• Warner LeRoy, May
    By bathing in restaurants in the white heat of klieg lights, LeRoy created a plethora of showman dining genres that thrive to this day.

  • Pat Kuleto, June
    Kuleto’s masterful juggling of great food and exciting design has turned eating out into full-scale entertainment.

  • Madhur Jaffrey, July/August
    An exquisite Indian actress whose cookbooks and television programs awakened a Western public to the sub-continent’s culinary wonders.

  • John Folse, September
    A one-man culinary conglomerate whose multifaceted business interests make him the epitome of the enterprising modern chef.

  • Piero Selvaggio, October
    The suave Sicilian who helped transform the notion of what an Italian restaurant in the United States can—and should—be.

  • David Rockwell, November
    The master of what he calls "entertainment architecture" and what we know as "restaurants as theater."

  • Daniel Boulud, December
    His unerring mastery of the bourgeois, classical, and modern haute elements of French cuisine has reinvigorated Americans' centuries-long infatuation with the Gallic kitchen.

1999

  • Alain Ducasse, January/February
    The shooting supernova of French cuisine who commands a galactic empire of six Michelin stars divided between two restaurants.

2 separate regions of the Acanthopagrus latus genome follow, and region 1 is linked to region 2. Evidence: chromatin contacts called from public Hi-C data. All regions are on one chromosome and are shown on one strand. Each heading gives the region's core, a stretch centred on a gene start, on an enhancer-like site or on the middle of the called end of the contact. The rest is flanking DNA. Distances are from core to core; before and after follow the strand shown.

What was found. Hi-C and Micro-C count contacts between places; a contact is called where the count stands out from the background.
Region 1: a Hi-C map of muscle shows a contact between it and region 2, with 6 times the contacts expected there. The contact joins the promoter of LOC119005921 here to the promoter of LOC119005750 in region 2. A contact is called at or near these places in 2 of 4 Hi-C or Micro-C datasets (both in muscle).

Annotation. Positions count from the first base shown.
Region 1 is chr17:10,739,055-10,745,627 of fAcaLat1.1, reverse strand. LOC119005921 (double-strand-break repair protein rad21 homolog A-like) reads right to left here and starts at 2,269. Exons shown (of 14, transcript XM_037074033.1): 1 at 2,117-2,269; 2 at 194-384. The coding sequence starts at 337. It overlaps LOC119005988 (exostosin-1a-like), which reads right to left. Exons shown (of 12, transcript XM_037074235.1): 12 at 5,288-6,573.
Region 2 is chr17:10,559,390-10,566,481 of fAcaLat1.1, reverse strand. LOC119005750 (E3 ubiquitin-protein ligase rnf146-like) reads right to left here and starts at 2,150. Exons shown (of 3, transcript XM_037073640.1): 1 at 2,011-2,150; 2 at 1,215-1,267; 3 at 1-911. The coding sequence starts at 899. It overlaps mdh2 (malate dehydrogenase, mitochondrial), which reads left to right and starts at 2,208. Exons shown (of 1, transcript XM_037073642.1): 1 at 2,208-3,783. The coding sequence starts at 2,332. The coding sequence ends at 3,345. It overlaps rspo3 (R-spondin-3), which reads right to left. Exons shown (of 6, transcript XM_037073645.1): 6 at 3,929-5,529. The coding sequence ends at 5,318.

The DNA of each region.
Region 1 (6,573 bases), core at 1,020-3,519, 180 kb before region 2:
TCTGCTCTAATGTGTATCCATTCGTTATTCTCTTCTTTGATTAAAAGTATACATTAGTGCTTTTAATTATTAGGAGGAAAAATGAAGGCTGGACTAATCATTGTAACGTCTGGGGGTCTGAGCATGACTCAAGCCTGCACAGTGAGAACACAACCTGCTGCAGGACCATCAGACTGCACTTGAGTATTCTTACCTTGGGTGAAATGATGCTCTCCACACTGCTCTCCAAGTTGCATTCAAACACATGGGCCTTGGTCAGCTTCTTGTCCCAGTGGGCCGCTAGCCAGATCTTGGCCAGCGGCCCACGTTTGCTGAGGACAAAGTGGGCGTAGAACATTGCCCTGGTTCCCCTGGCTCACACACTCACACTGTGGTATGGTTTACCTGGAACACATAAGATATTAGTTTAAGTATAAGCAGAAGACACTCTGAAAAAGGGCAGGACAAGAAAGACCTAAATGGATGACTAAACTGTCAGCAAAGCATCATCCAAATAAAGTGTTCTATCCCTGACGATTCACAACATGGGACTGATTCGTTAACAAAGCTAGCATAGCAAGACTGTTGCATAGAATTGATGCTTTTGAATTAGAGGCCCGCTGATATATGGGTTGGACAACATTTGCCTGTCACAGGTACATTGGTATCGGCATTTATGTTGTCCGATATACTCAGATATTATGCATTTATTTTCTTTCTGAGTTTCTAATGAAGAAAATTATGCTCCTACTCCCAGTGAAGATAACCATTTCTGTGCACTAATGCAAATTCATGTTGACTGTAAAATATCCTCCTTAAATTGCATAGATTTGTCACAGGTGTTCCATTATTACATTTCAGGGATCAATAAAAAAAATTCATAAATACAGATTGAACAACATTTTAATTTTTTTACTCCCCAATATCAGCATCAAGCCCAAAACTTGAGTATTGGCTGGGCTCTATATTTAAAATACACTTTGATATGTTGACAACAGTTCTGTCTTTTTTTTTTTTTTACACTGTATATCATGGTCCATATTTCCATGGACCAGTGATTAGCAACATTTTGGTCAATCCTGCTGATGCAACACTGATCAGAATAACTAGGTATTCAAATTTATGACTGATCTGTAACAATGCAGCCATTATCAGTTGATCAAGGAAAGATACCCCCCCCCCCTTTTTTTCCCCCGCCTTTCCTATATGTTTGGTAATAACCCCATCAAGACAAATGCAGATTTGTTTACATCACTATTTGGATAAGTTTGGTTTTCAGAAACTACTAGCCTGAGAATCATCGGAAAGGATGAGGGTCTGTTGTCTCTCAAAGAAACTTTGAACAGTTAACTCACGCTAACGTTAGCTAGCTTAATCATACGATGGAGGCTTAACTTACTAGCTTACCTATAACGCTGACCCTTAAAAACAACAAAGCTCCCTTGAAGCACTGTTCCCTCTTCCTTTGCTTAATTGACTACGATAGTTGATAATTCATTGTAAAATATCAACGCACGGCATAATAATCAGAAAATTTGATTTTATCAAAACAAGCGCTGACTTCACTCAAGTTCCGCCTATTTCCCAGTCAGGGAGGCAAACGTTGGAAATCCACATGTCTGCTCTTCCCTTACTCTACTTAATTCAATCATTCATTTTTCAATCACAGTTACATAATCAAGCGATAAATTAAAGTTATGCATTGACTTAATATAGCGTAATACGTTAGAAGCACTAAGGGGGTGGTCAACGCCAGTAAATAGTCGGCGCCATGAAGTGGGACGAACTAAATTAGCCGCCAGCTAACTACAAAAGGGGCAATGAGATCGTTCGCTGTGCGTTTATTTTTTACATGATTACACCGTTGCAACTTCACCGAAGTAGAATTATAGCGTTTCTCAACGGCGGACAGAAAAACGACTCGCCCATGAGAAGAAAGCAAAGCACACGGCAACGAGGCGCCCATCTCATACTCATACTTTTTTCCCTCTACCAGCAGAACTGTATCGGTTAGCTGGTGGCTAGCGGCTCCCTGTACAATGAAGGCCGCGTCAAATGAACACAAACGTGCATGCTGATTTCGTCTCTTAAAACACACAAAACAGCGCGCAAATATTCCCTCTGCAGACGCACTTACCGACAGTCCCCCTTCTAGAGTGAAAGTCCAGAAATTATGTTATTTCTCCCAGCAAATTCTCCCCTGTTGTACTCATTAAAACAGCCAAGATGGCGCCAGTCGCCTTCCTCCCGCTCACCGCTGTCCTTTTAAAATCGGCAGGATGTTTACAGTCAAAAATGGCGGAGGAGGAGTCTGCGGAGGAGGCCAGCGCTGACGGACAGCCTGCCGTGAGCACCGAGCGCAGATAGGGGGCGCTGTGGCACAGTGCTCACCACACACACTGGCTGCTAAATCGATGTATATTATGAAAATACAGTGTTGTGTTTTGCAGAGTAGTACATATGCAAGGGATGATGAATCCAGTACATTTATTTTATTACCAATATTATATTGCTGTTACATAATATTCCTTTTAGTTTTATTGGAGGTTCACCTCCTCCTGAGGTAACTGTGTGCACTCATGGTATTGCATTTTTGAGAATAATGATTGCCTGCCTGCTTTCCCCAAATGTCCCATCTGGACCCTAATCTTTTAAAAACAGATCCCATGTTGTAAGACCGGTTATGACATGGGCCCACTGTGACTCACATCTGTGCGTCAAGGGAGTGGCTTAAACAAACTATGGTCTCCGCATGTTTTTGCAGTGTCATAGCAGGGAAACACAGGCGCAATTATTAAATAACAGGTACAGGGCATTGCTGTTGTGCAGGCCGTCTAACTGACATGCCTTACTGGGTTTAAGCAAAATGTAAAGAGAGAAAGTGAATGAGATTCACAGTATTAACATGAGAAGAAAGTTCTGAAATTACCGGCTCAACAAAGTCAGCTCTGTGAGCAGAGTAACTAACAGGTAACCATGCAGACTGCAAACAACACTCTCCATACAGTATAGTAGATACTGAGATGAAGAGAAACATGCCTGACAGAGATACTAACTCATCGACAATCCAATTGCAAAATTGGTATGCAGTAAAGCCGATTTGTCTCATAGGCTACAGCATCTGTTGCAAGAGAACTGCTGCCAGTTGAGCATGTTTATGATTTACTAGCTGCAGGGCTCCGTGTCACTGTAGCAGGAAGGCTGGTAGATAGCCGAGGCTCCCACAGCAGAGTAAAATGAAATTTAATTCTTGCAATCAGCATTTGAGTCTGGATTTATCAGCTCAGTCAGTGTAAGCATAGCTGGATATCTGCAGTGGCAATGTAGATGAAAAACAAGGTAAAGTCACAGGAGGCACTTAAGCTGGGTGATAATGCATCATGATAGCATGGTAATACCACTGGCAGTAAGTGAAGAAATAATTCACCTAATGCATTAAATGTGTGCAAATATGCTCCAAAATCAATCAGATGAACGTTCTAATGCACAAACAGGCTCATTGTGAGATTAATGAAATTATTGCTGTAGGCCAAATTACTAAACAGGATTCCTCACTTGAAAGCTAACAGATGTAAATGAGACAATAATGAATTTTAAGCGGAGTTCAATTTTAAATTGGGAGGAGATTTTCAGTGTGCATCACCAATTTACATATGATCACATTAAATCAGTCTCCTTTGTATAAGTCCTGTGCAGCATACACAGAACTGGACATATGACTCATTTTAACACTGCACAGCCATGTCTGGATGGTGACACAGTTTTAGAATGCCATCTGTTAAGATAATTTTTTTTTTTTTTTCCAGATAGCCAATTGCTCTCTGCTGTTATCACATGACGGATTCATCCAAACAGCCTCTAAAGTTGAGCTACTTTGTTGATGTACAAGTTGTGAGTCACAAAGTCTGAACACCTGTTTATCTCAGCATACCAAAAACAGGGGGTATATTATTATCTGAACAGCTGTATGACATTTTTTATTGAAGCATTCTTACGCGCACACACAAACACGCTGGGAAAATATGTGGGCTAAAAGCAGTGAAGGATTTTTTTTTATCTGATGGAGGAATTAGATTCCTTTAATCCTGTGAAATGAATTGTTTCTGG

• Elizabeth Terry, March
    She helped direct the path of American cuisine toward a flag-waving regionalism that can proudly stand with any in the world.

  • Jacques Torres, April
    The ebullient Frenchman who blazed the path to media stardom for pastry chefs working in the United States.

  • Danny Meyer, May
    The civic-minded New York City restaurateur who's been instrumental in crafting an emergent genre of American restaurants based on friendly, pinpoint service and outstanding food and wine.

  • Larry Forgione, June
    The red, white, and blue chef who was among the first of his generation to sound the Sousa-loud clarion call that awakened cooks of all stripes to the goodness of America's regional cuisines and the glories of the country's inexhaustible larder.

  • Norman Van Aken, July/August
    The Florida-based chef who created an American-accented culinary idiom from the clash of cultural currents that have washed over the Caribbean basin since the days of Columbus.

  • Michael Whiteman, September
    Whose dexterity in conceiving projects ranging up and down the food scale has broadened the role of the restaurant consultant.

  • Paula Wolfert, October
    The cookbook author whose excavations of deeply ingrained food traditions from one end of the Mediterranean to the other have drawn attention to a part of the world whose culinary popularity shows no sign of abatement.

  • Bruno Tison, November
    The dynamic chef who has established the food program at The Plaza Hotel in New York City as a paradigm for the hotel industry.

  • Dorothy Cann Hamilton, December
    The founder of The French Culinary Institute (FCI) in New York City and a tireless and generous supporter of industry and social service organizations.

Find 2000-2014 here.